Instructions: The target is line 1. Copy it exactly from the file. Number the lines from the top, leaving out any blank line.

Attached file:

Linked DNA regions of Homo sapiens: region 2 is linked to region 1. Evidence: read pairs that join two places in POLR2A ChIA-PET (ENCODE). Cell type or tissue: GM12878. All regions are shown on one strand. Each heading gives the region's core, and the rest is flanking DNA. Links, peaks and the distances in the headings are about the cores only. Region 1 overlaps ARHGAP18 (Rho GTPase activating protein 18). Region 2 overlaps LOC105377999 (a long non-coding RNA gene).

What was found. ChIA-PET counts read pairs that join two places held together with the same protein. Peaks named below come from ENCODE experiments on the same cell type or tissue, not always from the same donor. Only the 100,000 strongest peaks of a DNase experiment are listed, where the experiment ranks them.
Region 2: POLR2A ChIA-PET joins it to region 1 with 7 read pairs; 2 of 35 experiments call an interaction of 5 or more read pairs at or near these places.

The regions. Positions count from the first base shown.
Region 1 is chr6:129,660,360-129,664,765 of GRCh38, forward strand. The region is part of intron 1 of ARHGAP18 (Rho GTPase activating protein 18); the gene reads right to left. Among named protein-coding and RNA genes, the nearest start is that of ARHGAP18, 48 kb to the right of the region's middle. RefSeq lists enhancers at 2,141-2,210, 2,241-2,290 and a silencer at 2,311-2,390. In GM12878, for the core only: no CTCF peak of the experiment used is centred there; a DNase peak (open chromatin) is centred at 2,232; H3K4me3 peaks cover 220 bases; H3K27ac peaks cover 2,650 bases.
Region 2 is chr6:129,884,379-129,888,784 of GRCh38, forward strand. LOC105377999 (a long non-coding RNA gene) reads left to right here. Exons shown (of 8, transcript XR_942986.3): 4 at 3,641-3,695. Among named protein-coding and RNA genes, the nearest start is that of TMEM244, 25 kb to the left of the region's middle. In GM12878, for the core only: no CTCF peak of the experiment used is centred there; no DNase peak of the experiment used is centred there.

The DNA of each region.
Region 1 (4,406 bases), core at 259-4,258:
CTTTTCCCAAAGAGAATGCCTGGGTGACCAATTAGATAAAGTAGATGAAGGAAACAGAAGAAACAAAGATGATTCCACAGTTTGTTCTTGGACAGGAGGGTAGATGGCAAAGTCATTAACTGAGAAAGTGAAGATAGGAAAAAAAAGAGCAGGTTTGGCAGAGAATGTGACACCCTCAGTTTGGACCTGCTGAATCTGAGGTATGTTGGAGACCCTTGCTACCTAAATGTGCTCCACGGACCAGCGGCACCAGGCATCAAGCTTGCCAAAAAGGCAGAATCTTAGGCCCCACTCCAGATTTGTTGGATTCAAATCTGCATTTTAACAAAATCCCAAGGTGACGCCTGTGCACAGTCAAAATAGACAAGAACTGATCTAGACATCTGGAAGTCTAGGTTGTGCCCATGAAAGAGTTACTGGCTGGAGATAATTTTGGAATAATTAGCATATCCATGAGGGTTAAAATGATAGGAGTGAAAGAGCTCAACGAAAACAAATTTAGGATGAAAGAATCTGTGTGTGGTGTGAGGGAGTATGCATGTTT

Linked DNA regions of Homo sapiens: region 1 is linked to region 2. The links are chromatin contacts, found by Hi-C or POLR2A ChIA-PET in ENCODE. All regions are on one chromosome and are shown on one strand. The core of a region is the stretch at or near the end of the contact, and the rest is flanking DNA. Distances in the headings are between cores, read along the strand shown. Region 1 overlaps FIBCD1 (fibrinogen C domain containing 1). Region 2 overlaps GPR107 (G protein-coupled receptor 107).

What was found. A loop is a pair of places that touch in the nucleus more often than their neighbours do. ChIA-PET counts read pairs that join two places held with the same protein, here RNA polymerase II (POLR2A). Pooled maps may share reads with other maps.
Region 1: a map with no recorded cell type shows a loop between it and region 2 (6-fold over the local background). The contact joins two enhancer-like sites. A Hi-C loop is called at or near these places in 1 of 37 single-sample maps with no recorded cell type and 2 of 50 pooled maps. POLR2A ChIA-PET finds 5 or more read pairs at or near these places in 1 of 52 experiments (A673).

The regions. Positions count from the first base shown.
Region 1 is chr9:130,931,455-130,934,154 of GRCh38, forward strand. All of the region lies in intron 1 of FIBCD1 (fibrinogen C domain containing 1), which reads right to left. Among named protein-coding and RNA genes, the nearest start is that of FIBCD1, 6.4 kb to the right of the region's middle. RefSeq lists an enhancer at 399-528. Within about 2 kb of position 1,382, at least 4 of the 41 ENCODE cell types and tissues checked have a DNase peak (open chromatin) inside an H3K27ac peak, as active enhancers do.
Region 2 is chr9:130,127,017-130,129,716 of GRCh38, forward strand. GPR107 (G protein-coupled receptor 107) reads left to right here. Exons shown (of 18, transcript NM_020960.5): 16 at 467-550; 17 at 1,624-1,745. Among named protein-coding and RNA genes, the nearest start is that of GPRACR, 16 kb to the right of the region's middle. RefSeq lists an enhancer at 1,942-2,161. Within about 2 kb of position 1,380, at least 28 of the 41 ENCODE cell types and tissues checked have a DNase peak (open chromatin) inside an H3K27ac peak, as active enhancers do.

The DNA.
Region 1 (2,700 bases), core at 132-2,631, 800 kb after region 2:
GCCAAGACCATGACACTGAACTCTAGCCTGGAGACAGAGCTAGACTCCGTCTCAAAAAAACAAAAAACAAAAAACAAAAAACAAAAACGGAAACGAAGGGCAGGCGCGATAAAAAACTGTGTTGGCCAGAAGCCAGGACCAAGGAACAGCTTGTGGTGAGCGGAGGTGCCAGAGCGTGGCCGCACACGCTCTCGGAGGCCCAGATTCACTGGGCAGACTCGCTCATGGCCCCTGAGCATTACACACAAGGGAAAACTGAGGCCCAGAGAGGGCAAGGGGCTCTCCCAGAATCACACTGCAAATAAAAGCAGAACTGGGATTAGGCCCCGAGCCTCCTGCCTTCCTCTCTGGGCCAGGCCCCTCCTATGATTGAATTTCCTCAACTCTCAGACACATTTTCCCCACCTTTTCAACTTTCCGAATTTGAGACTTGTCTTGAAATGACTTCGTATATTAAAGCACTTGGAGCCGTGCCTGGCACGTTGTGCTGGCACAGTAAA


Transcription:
Linked DNA regions of Homo sapiens: region 2 is linked to region 1. Evidence: read pairs that join two places in POLR2A ChIA-PET (ENCODE). Cell type or tissue: GM12878. All regions are shown on one strand. Each heading gives the region's core, and the rest is flanking DNA. Links, peaks and the distances in the headings are about the cores only. Region 1 overlaps ARHGAP18 (Rho GTPase activating protein 18). Region 2 overlaps LOC105377999 (a long non-coding RNA gene).